Five Ten Access

Five Ten Access

Hiking/Approach Shoes
Five Ten Access
$140, 1 lb. 10 oz. (US men’s 9)
Sizes: US men’s 4-14

Five Ten bills the Access as a go-anywhere, do-anything shoe, so I thought I’d test the authenticity of that claim on an 8.5-hour, 20-mile, 4,500-foot, mid-September trail run-hike of the Alice Lake-Toxaway Lake Loop in Idaho’s Sawtooth Mountains—including, midway through our day, a 1,400-foot, third-class scramble up 10,651-foot Snowyside Peak. I was honestly a little nervous about committing my feet to these shoes for such a long day, mostly out of concern that they’re not really designed primarily as a trail-running shoe. As it turned out, my feet were as comfortable as they’ve ever been on an ultra-hike or long trail run. Here’s why.

Prior to that big day, I also wore the Access on dayhikes of up to about five miles on a four-day, mid-July, whitewater rafting and kayaking trip on the Green River through Lodore Canyon in Dinosaur National Monument. These shoes have a split personality: a hiking/approach shoe built on a trail-running last. Slipping my feet into them, they fit like trail-running shoes (other than the leather uppers; but there is a mesh version, too)—light, comfortably snug, wiggle room for toes. The simple lacing system mimics running shoes rather than the to-the-toes style of approach shoes, but Five Ten has integrated the laces into the sidewalls to wrap the uppers more closely to the contours of your feet.

Five Ten Access outsole.

Five Ten Access outsole.

The shoes delivered more cushioning than I expected, given the approach-shoe pedigree. Credit the thick EVA midsole with high rubber content. There’s more torsional rigidity built into this midsole than found in many shoes this light, to protect against rolling ankles. The wide heel platform also mimics the cushioning of running and light hiking shoes.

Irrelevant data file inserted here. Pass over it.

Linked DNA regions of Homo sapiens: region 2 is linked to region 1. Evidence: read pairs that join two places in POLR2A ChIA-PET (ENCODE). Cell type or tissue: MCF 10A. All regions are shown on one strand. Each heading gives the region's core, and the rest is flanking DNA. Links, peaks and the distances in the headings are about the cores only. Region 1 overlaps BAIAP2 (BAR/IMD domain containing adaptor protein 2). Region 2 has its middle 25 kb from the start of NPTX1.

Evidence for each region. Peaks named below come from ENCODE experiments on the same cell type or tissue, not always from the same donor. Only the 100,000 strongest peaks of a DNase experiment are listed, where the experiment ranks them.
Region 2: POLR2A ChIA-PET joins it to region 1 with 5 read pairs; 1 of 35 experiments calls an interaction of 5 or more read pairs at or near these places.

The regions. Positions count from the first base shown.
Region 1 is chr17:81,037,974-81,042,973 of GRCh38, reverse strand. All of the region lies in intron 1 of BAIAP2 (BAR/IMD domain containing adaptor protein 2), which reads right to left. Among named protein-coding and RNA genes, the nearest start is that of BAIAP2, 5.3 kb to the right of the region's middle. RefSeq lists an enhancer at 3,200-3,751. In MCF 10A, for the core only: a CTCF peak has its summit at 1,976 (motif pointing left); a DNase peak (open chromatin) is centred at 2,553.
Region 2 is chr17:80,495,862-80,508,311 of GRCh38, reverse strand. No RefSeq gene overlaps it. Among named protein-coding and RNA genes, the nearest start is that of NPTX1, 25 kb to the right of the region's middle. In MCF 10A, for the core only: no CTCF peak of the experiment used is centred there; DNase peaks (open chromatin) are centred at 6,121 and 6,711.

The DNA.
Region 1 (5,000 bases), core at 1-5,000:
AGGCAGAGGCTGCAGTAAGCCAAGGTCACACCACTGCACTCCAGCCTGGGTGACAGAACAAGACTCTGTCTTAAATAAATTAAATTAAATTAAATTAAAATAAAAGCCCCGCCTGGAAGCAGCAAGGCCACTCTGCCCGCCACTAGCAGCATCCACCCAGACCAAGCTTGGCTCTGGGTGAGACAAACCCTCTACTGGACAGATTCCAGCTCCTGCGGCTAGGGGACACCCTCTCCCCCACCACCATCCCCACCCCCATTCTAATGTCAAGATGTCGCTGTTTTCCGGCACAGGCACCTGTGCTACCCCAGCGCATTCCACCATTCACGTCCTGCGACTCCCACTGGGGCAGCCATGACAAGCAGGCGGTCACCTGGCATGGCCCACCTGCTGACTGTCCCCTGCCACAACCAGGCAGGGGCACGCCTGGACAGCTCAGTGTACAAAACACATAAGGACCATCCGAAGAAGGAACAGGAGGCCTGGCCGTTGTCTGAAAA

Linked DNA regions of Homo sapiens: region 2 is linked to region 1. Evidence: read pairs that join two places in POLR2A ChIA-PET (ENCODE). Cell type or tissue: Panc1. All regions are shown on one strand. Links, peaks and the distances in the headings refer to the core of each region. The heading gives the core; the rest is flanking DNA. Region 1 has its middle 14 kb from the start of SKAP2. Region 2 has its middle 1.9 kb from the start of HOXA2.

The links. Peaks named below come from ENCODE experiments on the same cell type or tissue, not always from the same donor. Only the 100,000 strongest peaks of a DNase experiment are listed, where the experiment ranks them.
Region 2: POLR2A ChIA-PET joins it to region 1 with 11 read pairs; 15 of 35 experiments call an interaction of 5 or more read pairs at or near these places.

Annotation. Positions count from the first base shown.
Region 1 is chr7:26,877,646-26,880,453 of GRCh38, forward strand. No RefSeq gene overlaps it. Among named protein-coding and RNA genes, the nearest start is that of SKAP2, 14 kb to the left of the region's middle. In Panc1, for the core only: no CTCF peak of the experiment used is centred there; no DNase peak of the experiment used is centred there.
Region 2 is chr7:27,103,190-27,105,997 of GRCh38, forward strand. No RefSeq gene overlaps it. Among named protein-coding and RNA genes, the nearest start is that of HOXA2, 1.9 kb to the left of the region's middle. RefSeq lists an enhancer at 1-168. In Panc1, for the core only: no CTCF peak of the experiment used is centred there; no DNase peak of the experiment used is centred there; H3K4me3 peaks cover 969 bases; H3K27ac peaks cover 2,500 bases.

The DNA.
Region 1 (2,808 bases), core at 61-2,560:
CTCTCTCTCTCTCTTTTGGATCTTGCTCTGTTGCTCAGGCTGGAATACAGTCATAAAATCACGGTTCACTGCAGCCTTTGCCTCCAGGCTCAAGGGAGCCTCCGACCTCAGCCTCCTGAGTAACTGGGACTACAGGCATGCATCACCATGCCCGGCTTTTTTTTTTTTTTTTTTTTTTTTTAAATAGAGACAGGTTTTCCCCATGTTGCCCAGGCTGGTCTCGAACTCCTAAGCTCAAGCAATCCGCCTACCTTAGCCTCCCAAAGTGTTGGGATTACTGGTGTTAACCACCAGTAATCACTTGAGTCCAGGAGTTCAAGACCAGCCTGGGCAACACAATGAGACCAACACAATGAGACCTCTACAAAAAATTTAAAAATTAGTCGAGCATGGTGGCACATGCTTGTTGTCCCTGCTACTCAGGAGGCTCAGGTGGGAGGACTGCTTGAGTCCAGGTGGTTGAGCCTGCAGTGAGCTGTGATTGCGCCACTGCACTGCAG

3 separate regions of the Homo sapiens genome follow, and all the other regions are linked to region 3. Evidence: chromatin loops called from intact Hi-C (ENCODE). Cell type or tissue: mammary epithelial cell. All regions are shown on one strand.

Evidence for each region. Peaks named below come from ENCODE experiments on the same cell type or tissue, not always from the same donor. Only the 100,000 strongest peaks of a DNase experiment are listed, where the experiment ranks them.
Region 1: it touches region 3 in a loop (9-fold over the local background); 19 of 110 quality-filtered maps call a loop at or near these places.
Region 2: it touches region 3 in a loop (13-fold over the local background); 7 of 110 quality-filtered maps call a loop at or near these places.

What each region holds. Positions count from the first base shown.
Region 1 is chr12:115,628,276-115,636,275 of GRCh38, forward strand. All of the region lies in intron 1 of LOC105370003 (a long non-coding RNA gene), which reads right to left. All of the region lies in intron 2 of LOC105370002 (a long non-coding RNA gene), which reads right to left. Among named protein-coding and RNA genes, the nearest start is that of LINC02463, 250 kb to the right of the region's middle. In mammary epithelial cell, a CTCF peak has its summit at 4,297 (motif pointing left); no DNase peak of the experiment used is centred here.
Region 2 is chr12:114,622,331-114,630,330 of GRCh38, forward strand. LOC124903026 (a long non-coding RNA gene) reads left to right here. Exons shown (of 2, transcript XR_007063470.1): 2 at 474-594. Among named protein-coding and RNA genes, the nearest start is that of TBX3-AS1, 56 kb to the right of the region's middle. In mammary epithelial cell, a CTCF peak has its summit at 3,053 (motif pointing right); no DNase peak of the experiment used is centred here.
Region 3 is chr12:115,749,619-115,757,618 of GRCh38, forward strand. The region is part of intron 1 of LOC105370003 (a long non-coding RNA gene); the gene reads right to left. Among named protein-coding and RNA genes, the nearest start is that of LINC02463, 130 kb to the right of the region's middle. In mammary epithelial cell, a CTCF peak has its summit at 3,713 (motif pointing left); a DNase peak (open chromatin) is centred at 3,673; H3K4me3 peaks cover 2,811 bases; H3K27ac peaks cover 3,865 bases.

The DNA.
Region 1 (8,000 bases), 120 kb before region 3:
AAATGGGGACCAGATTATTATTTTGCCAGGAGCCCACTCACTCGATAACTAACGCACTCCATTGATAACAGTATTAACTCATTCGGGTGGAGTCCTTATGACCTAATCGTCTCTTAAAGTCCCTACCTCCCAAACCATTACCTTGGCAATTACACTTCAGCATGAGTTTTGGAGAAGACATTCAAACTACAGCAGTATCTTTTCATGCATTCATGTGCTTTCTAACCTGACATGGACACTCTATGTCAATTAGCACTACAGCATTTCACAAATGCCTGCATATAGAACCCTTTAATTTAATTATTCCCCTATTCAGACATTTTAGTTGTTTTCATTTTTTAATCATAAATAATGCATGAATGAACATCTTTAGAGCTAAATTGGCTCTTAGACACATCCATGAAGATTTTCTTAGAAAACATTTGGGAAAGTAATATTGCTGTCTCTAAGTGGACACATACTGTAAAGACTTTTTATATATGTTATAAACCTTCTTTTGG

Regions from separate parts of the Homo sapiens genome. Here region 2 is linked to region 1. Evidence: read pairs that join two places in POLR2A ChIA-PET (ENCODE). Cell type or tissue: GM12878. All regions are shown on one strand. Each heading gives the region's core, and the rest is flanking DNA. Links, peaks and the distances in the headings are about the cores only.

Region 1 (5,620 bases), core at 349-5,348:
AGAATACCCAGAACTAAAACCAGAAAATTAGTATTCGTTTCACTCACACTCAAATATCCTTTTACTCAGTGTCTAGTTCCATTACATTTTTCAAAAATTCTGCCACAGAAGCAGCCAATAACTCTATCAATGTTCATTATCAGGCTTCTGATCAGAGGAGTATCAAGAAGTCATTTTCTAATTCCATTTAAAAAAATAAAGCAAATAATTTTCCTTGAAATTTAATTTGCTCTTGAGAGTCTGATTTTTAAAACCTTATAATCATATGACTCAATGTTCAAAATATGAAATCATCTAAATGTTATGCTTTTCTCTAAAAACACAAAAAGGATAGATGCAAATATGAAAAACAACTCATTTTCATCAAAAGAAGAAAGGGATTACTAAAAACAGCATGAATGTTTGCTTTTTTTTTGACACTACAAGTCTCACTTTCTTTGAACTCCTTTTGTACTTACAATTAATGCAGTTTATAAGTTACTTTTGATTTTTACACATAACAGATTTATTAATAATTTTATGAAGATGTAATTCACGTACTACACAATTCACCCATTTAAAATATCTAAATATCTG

Sporting Five Ten’s sticky Stealth S1 rubber outsole with shallow, dot-pattern lugs and a smooth “climbing zone” under the toes for smearing on rock, the Access, not surprisingly, gave excellent grip scrambling several hundred feet of steep, third-class rock on Snowyside Peak. The shoe also has good sensitivity for edging and smearing on rock, despite the ample midsole. The outsole also provided good traction when I descended talus and crossed steep, loose scree gullies. The only time I slipped was descending a steep mountainside of heather—not what smooth soles are designed for, but then, I’ve slipped on heather in just about every shoe and boot I’ve ever worn while hiking down over heather. But this relatively smooth, high-friction outsole won’t shed thick mud or snow as well as a boot with deep lugs.

Five Ten Access upper.

Five Ten Access upper.

With a rubber toe cap and perforated nubuck leather uppers, the Access is well armored for rough, off-trail terrain; and the collar hugged my foot just below the ankle nicely, allowing in very few little stones. With the temperature in the low 40s for most of our 8.5 hours on that Sawtooths run-hike, reaching around 50 in the afternoon, my feet stayed mostly dry, although my toes got a bit warm and my feet sweaty toward the end. This leather version has a mesh tongue and perforated leather to improve breathability, but there’s also an all-mesh version, the (aptly named) Access Mesh ($130), that’s much more breathable and cooler for hot-weather use—though it doesn’t offer the protection of leather.

No, I wouldn’t recommend them primarily as a trail-running shoe; that’s not what they’re made for. But if you like heading into rugged mountains and canyons, sometimes off-trail, scrambling peaks, perhaps throwing in some easy running or even low-grade rock climbing, try on a pair of the Five Ten Access.

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See all of my reviews of hiking shoes and backpacking boots that I like, my reviews of hiking gear and backpacking gear, and my “Pro Tips For Buying the Right Boots.”

See also my stories:

10 Tips For Making Hiking and Backpacking Easier
7 Pro Tips For Avoiding Blisters
The Simple Equation of Ultralight Backpacking: Less Weight = More Fun
Buying Gear? Read This First

NOTE: I tested gear for Backpacker Magazine for 20 years. At The Big Outside, I review only what I consider the best outdoor gear and apparel. See categorized menus of all of my gear reviews at The Big Outside.

—Michael Lanza


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